Sihwa Lake Tidal Power Station

From Wikipedia, the free encyclopedia
Jump to: navigation, search
Sihwa Lake Tidal Power Station
Sihwa Lake Tidal Power Station is located in South Korea
Sihwa Lake Tidal Power Station
Location of Sihwa Lake Tidal Power Station
Country South Korea
Location Sihwa Lake, Gyeonggi Province
Coordinates 37°18′47″N 126°36′46″E / 37.31306°N 126.61278°E / 37.31306; 126.61278Coordinates: 37°18′47″N 126°36′46″E / 37.31306°N 126.61278°E / 37.31306; 126.61278
Status Operational
Opening date August 4 2011[1]
Construction cost 313.5 billion
Owner(s) Korean Water Resource Corporation
Power station
Type Tidal barrage
Turbines 10 × 25.4 MW
Installed capacity 254 MW

Sihwa Lake Tidal Power Station is the world's largest tidal power installation, with a total power output capacity of 254 MW, surpassing the 240 MW Rance Tidal Power Station which was the world's largest for 45 years prior to 2011. It is operated by the Korean Water Resource Corporation.

The tidal barrage makes use of a seawall constructed in 1994 for flood mitigation and agricultural purposes. Ten 25.4 MW submerged bulb turbines are driven in an unpumped flood generation scheme; power is generated on tidal inflows only and the outflow is sluiced away. This slightly unconventional and relatively inefficient approach has been chosen to balance a complex mix of existing land use, water use, conservation, environmental and power generation considerations.[2][3]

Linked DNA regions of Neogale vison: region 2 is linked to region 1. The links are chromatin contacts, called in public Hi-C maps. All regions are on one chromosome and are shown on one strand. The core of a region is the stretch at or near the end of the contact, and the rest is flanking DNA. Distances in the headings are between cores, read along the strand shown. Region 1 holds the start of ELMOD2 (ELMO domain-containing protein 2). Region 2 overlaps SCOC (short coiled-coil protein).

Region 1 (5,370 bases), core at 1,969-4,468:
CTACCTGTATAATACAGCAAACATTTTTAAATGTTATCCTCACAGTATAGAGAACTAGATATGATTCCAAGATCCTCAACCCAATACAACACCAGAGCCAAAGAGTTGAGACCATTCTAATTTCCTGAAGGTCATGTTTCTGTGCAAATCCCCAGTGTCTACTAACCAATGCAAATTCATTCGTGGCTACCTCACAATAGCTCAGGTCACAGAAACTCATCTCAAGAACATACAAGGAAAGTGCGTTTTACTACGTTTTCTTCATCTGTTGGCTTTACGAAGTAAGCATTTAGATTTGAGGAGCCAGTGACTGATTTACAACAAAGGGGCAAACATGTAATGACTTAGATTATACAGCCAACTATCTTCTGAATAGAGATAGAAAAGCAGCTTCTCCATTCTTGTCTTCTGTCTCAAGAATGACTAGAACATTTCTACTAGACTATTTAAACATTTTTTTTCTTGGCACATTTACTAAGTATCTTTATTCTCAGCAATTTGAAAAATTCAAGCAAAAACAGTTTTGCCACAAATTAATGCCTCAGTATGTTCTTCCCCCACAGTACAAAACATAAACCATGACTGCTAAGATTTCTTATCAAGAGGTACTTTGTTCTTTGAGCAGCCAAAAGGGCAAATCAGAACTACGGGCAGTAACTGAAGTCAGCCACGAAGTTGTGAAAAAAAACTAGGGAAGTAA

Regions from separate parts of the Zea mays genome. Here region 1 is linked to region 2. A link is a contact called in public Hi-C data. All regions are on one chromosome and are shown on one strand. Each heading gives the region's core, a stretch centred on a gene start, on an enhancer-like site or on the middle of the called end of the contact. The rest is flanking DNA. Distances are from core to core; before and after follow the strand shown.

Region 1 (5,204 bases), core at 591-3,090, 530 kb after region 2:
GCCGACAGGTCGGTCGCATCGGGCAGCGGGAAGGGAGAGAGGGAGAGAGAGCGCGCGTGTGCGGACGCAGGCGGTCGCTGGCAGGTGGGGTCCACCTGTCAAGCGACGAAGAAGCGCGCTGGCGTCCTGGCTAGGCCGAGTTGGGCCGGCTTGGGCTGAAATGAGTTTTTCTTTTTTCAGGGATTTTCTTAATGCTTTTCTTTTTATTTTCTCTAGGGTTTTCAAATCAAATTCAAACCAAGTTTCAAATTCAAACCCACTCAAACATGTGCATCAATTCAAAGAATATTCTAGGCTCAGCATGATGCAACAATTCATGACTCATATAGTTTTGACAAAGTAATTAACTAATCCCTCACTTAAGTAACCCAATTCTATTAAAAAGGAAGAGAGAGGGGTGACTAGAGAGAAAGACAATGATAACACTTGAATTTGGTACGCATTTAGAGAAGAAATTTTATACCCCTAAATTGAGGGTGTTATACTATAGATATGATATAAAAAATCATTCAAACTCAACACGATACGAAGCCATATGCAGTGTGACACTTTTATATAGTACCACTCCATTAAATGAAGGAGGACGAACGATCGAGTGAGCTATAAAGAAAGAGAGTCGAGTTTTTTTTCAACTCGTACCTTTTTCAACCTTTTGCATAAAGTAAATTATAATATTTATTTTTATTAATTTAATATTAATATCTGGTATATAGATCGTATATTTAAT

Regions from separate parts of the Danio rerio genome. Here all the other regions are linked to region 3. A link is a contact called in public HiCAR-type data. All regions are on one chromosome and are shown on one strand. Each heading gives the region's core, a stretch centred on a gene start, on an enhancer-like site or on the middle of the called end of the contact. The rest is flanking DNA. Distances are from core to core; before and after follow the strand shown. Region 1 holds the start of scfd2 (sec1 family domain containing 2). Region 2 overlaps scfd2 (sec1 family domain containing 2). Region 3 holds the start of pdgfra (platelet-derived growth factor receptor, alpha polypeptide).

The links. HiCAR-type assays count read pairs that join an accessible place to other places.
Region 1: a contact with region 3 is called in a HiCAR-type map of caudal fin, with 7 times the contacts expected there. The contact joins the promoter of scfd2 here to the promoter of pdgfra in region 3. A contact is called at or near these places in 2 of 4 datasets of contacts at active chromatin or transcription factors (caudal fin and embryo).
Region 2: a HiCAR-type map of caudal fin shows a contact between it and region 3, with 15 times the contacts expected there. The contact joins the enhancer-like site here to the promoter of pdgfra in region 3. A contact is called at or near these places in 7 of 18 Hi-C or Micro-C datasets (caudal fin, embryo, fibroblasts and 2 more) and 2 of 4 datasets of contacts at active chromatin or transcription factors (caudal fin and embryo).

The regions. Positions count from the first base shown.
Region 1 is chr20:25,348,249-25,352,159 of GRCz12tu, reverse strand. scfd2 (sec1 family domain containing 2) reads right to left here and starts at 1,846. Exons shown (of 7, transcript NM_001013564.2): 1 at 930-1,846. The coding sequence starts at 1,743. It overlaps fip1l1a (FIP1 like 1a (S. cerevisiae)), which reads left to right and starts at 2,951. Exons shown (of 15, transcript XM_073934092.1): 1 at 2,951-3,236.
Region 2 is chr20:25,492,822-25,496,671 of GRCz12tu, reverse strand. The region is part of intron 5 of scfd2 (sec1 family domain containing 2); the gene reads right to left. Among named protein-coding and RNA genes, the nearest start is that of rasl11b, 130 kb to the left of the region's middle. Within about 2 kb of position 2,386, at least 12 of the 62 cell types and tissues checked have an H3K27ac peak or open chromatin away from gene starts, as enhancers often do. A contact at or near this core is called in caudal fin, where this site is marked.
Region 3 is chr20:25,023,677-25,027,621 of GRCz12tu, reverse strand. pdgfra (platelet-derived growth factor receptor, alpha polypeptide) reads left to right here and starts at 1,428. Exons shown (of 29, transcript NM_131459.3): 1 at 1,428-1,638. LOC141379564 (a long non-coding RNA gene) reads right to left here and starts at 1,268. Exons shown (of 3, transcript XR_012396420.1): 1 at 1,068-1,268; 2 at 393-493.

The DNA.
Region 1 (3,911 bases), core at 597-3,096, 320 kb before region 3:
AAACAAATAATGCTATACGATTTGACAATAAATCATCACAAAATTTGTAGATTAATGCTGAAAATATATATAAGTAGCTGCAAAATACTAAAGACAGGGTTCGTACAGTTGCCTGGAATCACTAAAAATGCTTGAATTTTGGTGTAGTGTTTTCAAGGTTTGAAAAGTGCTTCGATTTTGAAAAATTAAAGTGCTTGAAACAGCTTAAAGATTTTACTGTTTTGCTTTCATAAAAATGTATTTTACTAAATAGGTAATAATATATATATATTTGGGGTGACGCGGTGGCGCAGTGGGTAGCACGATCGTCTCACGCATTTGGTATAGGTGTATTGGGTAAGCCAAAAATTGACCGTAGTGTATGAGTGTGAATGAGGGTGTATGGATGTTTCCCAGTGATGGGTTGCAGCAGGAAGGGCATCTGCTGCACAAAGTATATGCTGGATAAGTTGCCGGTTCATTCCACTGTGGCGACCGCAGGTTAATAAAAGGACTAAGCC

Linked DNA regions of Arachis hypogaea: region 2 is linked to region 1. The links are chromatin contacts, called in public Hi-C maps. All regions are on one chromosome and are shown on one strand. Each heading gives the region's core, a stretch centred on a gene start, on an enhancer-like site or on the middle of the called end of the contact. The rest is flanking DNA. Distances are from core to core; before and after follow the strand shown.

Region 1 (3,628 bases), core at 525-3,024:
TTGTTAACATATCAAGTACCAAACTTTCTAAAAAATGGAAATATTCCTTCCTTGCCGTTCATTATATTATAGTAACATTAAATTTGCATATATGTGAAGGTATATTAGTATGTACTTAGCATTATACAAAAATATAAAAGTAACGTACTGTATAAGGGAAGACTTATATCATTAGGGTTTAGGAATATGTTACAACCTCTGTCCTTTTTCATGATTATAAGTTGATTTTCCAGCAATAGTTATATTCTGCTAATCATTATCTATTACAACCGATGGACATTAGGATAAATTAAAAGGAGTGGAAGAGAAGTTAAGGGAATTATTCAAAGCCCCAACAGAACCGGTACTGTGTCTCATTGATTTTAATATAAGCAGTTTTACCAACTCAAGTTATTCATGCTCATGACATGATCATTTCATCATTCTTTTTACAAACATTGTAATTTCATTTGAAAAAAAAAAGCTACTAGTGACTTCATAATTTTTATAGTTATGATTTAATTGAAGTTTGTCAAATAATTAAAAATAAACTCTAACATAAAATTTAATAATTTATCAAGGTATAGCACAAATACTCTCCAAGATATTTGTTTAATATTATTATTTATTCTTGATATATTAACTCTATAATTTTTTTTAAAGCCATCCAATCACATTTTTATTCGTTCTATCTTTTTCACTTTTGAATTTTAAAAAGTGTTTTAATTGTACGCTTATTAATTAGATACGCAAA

The tidal power station provides indirect environmental benefits as well as renewable energy generation. After the seawall was built, pollution built up in the newly created Sihwa Lake reservoir, making its water useless for agriculture. In 2004, seawater was reintroduced in the hope of flushing out contamination; inflows from the tidal barrage are envisaged as a complementary permanent solution.[2]

Cost of the project was met by the South Korean Government, totalling 313.5 billion won (£180 million, or $US293 million, roughly $1m per MW).[4] Mean operating tidal range is 5.6 m (18 ft), with a spring tidal range of 7.8 m (26 ft). The working basin area was originally intended to be 43 km2 (17 sq mi)[5] although this has been reduced by land reclamation and freshwater dykes to 30 km2 (12 sq mi) and is likely to be reduced further.[6]

See also[edit]

References[edit]

  1. ^ http://joongangdaily.joins.com/article/view.asp?aid=2939763 Turning tides
  2. ^ a b http://www.eer.wustl.edu/McDonnellMayWorkshop/Presentation_files/Saturday/Saturday/Park.pdf Sihwa Tidal Power Plant: a success of environment and energy policy in Korea
  3. ^ http://www.waterpowermagazine.com/story.asp?sc=2052179 Tidal power primed for breakthrough
  4. ^ http://www.newsworld.co.kr/cont/article2009/0909-52.htm Hunt for African Projects
  5. ^ http://www.oreg.ca/docs/May%20Symposium/KOREA.pdf Tidal and Tidal Current Power Study in Korea
  6. ^ http://www.arirang.co.kr/News/News_View.asp?nseq=150499 Ansan City's Bandalseom Project at Lake Sihwa taking shape
World’s Largest Tidal Power Plant–Shihwa Lake in Korea  http://energy.korea.com/archives/6887